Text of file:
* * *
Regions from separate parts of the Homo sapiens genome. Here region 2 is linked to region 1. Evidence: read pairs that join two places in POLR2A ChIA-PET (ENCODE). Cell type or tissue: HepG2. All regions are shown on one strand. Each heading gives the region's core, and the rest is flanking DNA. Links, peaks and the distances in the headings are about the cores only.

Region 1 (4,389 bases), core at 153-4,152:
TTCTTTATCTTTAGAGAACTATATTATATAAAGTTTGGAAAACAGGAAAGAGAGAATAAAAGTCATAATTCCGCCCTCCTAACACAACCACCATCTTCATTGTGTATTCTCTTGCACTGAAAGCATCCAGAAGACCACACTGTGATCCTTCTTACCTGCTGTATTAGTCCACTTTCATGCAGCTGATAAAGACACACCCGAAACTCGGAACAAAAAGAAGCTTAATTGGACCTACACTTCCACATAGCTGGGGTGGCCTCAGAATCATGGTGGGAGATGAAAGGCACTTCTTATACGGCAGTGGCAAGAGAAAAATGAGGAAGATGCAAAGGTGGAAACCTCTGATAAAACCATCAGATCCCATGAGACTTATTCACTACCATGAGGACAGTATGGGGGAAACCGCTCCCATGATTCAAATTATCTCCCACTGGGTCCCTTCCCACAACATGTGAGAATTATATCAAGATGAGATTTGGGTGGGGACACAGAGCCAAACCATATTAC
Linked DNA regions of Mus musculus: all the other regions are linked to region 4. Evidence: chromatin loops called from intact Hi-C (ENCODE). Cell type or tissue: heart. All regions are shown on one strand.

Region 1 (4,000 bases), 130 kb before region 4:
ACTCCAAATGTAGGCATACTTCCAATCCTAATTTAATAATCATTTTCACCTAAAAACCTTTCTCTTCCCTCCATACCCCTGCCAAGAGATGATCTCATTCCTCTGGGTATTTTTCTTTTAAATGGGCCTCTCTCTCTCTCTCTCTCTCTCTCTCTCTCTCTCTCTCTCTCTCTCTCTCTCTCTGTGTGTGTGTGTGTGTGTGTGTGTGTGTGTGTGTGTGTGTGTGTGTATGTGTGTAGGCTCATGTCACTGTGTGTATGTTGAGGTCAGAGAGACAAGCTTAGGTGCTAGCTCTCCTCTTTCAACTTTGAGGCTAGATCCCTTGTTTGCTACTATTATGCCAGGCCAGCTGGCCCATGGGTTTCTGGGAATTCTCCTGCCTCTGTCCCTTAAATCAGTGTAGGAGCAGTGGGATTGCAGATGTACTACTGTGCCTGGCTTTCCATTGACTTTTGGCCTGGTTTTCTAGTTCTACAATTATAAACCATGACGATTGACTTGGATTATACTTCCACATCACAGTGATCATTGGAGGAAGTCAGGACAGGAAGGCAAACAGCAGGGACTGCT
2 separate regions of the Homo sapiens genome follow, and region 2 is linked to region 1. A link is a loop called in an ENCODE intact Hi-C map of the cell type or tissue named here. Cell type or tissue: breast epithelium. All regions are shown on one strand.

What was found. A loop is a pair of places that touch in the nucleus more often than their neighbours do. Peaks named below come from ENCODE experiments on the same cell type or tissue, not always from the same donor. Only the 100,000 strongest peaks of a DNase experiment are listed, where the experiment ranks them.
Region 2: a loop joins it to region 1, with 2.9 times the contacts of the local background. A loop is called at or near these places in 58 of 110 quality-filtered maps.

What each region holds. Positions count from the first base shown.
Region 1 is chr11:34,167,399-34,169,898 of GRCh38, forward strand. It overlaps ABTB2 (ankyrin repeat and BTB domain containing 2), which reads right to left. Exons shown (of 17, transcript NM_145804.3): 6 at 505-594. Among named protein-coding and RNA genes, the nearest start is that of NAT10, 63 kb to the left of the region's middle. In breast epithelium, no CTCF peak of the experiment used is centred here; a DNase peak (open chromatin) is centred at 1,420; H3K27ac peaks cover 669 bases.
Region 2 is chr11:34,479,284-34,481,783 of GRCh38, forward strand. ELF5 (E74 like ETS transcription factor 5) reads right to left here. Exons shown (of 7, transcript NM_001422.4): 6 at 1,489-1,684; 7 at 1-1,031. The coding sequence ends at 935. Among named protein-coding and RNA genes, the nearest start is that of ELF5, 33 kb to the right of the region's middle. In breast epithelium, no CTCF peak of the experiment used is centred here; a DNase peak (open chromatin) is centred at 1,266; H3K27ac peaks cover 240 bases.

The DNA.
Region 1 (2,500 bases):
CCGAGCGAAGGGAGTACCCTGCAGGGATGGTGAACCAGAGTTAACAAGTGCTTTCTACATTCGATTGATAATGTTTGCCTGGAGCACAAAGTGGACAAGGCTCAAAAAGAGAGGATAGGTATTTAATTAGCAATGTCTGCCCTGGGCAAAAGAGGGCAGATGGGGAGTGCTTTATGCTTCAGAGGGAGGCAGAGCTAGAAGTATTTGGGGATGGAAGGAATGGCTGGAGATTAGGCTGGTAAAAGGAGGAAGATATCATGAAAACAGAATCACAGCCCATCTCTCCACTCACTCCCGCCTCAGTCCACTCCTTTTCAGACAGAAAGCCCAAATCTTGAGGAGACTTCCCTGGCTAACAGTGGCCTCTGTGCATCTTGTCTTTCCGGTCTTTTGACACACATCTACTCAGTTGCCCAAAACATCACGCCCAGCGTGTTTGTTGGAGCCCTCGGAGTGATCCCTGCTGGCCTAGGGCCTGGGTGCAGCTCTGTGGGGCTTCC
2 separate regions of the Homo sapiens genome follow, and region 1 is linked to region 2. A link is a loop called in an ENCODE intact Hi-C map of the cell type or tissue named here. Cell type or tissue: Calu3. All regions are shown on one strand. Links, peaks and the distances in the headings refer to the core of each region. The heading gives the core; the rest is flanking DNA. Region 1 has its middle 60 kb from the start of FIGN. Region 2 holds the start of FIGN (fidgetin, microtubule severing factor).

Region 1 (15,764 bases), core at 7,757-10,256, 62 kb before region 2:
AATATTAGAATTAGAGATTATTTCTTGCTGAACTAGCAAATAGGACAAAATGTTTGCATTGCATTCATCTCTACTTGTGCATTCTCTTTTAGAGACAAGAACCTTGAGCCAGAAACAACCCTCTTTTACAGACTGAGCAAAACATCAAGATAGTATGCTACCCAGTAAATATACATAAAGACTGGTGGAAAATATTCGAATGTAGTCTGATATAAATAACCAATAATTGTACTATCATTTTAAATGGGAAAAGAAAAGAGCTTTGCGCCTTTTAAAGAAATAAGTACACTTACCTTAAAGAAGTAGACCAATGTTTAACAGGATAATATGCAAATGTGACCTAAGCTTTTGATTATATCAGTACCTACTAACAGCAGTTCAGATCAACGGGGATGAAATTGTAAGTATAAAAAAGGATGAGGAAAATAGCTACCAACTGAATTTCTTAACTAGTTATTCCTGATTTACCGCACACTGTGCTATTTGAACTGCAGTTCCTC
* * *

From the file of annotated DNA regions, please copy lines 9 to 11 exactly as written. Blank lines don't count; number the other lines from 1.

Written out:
Region 2: a loop joins it to region 1, with 2.9 times the contacts of the local background. A loop is called at or near these places in 58 of 110 quality-filtered maps.

What each region holds. Positions count from the first base shown.
Region 1 is chr11:34,167,399-34,169,898 of GRCh38, forward strand. It overlaps ABTB2 (ankyrin repeat and BTB domain containing 2), which reads right to left. Exons shown (of 17, transcript NM_145804.3): 6 at 505-594. Among named protein-coding and RNA genes, the nearest start is that of NAT10, 63 kb to the left of the region's middle. In breast epithelium, no CTCF peak of the experiment used is centred here; a DNase peak (open chromatin) is centred at 1,420; H3K27ac peaks cover 669 bases.